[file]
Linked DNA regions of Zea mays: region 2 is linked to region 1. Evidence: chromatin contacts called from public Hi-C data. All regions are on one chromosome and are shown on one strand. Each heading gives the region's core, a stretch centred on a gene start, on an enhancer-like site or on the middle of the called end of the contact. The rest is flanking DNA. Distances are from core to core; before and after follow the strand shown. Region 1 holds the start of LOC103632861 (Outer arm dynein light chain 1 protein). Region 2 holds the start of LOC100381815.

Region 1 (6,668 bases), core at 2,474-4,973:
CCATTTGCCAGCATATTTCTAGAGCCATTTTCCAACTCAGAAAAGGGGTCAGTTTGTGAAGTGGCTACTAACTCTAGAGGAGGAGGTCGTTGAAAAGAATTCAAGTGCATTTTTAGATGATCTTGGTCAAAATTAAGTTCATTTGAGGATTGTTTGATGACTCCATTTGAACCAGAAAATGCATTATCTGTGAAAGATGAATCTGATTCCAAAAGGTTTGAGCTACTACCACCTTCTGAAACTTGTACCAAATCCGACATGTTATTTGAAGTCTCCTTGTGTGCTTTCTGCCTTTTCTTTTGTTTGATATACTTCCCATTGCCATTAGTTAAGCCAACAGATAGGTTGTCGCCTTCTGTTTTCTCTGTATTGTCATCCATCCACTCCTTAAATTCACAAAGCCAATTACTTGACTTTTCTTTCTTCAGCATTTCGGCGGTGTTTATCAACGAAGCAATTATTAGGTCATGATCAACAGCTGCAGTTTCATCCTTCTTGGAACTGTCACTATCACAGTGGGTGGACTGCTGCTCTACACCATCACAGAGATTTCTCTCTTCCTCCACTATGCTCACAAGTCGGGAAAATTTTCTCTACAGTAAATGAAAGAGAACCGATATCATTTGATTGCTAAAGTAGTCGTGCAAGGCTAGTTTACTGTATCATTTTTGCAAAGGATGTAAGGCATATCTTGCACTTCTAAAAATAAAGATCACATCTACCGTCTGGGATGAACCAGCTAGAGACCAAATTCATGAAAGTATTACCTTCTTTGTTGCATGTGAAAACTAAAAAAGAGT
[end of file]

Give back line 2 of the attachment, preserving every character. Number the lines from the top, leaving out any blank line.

Region 1 (6,668 bases), core at 2,474-4,973: